The first area is clean technology. As a nation rich in natural resources, we need to find cleaner ways of developing them in order to meet our climate change commitments. Our government is investing $1 billion over the next four years to support clean technology, including in the natural resource sectors.
For example, the supplementary estimates propose investing $2.4 million to develop additional data on the clean technology sector, to support the energy innovation program, and to update the ENERGY STAR portfolio.
Why fund these things? Because the global clean technology market represents an exciting opportunity for Canada's natural resource sectors; a source of new, clean jobs; and a driver of prosperity for all Canadians. As part of that, we've launched the Let's Talk Clean Resources project to engage Canadians on new measures to support clean technology producers and increase investment in clean technologies in the natural resource sectors.
The second area regards modernizing our environmental assessments and regulatory reviews.
Developing our resources and getting them to market in an environmentally responsible way requires strong regulatory processes that carry the confidence of Canadians. We've understood that from the beginning, which is why we quickly implemented an interim strategy for reviewing major resource projects already in the queue.
It's an approach based on guiding principles that include broader, more meaningful consultations and a new requirement to consider upstream greenhouse gas emissions.
Today, we are seeking $2.8 million to support this enhanced level of scrutiny. As well, we are proposing to invest $3.4 million to support the work of the new five-member expert panel appointed last month to review the structure, role, and mandate of the National Energy Board.
We want to ask Canadians questions that are as fundamental as they are far-reaching. If we had to create a Canadian energy regulator from scratch, what would it look like? What principles would determine its structure? And what would its relationship with the government be?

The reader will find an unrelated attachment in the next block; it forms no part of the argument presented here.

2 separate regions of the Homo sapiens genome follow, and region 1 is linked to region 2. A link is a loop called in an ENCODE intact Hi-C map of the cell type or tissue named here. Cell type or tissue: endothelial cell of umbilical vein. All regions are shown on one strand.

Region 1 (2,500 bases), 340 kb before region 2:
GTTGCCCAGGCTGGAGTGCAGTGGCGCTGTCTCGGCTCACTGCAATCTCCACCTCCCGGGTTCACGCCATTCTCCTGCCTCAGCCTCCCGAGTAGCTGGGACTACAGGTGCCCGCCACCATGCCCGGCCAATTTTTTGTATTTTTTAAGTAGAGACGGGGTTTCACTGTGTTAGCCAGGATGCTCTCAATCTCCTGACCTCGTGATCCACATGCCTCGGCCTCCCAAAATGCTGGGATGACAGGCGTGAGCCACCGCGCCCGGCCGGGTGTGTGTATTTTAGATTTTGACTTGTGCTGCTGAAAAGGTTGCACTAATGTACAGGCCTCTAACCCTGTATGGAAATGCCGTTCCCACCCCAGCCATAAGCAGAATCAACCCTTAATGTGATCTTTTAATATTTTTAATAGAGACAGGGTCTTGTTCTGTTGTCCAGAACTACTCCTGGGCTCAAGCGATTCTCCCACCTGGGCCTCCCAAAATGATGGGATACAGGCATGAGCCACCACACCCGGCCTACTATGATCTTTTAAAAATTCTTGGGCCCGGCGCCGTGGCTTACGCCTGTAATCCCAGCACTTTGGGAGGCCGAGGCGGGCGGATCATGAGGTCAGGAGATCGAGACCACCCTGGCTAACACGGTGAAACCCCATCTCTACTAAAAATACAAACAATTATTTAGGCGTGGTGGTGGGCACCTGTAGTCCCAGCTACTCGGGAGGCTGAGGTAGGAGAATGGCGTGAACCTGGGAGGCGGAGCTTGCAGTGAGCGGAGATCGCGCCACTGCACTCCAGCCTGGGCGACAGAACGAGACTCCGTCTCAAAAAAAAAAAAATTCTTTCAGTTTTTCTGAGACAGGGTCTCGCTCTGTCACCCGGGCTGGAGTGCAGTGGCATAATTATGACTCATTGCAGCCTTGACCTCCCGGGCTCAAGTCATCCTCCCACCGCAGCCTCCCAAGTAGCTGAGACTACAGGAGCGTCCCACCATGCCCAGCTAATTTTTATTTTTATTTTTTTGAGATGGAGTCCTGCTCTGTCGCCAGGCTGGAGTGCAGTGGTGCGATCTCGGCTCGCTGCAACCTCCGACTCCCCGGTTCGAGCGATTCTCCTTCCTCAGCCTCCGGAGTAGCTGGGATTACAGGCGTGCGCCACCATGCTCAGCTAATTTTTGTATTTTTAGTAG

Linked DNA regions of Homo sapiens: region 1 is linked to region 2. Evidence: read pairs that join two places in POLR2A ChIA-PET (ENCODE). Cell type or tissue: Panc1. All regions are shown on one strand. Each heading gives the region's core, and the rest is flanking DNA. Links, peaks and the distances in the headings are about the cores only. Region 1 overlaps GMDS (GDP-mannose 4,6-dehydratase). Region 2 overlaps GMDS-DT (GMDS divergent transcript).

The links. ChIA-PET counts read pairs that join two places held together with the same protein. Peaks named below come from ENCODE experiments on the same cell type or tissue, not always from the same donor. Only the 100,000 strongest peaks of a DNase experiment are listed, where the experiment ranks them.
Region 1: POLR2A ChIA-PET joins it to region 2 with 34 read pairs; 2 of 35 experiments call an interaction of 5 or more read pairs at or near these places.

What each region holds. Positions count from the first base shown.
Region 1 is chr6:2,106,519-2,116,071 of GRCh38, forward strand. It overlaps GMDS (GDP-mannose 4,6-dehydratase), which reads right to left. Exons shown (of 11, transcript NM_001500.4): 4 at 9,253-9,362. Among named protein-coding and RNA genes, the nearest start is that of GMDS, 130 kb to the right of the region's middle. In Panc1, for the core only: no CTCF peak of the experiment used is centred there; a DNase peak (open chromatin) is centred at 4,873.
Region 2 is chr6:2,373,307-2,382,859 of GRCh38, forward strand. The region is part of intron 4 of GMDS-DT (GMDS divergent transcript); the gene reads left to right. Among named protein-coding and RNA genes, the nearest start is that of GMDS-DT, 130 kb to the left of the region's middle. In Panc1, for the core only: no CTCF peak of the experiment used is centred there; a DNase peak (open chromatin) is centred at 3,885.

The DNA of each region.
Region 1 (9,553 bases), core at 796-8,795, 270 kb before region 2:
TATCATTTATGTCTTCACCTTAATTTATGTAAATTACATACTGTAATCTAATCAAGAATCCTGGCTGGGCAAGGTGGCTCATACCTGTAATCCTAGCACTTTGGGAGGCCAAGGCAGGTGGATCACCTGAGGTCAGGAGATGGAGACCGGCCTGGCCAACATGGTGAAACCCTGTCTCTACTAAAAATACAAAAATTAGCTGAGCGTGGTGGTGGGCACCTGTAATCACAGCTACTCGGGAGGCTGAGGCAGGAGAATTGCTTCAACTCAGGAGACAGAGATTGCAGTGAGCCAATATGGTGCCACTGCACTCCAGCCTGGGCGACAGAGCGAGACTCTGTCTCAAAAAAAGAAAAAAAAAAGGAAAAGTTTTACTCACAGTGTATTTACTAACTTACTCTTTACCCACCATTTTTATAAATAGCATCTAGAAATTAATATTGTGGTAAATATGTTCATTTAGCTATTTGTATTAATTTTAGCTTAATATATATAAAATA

The supplementary estimates also include $2.9 million to fund NRCan's efforts under the national marine conservation targets.
While the initiative is being led by the Department of Fisheries and Oceans, my department is seeking this funding to support scientific and economic assessments of petroleum resources in proposed conservation areas, in a whole-of-government approach to protecting Canada's marine and coastal areas.
The third area I'd like to speak about is strengthening public consultations.
As part of our investments to reform Canada's environmental assessments and regulatory reviews, we have placed an emphasis on enhancing public consultation. We cannot achieve any of our goals if we don't earn the public's confidence.
We've been engaging Canadians every step of the way, inviting their comments on how to modernize the National Energy Board, and gathering their thoughts through new panels that complement the NEB's formal hearings on projects such as the Trans Mountain expansion and energy east.
These supplementary estimates are critical to support public consultations that enable us to listen to Canadians because if we don't, we will never earn their trust.
Other highlights from the supplementary estimates include $1.2 million to support green jobs under the renewed youth employment strategy, $13.2 million to settle Soldier Settlement Board mineral rights with Manitoba, $2.6 million being transferred from the Department of National Defence for ongoing operating and maintenance of the Natural Resources Resolute facility and related logistics support to the Canadian Forces Arctic Training Centre, and more than $275,000 for safe and secure shipping.